Goldfinch and Lyre Bird

Goldfinch and Lyre Bird February 14, 2014

I just re-read The Liar, Stephen Fry’s 1991 debut novel, and it’s still the funniest thing I’ve ever read. The antihero, Adrian Healey, careens through life plagiarizing, dissembling, cheating at cricket, and camouflaging his deepest emotions. He’s terrified of getting caught (at what? at everything), and fears/hopes that the whole world is just a giant set-up to expose him.

It’s a heartbreaking book in its own way, scathing but poignant. Adrian’s vulnerability comes through from the very first real scene, in which he breezes into a 1970s public-school locker room armored in an astrakhan coat, with an orchid in the buttonhole of his waistcoat. It’s such an immensely satisfying scene–he dominates the little thugs who call him a queer, he pines deliciously over his crush–teetering just on the edge of becoming maudlin or self-comforting, but never falling over. God I loved this book in high school; and I needed it.

I re-read it partly just because it had been too long, but partly because I wondered if there might be some resonances between The Liar and The Goldfinch: two books about cheats and liars who are genuinely ashamed of themselves, who apprehend the existence of an unfathomable beauty in the world but unable to find a way to hold onto it. And I do think there’s something to this shaky parallel, The Goldfinch as tragedy and The Liar as farce.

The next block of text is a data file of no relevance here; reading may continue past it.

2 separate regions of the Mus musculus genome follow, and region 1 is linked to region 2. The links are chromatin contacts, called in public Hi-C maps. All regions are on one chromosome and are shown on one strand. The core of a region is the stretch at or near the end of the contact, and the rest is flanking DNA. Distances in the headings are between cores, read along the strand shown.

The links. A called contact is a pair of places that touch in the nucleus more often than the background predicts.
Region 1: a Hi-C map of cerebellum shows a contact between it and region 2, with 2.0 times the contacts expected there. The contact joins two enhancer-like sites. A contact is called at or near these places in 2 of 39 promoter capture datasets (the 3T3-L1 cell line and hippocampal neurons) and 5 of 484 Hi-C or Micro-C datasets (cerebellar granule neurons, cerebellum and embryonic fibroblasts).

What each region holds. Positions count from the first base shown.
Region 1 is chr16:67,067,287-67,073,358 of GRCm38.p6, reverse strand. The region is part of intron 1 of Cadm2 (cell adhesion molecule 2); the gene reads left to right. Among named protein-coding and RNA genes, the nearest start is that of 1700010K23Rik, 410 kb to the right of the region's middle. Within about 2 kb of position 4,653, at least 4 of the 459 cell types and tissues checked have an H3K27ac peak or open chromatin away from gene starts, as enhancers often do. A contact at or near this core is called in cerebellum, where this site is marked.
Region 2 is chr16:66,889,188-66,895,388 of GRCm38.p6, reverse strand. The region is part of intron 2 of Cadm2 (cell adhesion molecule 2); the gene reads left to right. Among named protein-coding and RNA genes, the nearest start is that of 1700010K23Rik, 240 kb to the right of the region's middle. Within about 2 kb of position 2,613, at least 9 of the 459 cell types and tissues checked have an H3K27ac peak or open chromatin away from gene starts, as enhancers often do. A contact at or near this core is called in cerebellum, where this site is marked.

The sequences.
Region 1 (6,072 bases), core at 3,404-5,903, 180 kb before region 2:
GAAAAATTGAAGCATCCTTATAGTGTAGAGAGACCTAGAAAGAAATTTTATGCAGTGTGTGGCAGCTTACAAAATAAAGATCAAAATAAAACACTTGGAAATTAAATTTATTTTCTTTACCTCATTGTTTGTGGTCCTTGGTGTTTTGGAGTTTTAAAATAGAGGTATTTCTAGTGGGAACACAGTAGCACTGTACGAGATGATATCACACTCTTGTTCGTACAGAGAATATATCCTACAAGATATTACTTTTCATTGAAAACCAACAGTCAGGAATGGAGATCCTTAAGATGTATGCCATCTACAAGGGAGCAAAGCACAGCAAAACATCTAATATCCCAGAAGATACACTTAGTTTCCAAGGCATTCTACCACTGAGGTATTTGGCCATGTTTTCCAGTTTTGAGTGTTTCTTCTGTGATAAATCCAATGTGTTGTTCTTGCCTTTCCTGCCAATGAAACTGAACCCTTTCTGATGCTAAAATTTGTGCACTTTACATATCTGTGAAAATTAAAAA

But The Liar is worth reading for itself. I love how Adrian is just constantly getting caught. He gets away with nothing! The italicized espionage segments, which form the skeleton of the book’s plot, seemed pointless and not entirely intelligible for a long time, but once they started to pay off they were fantastic–hilarious and emotionally intense. The set pieces are perfectly timed and sublimely painful, funny, and insightful: the changing room, the talking-past-each-other dialogue about Lord Shaftesbury and the statue of Eros, “I libbed you,” Peter Flowerbuck (Dickens’s lost porn novel! I cannot handle its greatness), the cricket match… it’s a nearly perfect book about being ashamed of the best elements of one’s soul as well as the worst.

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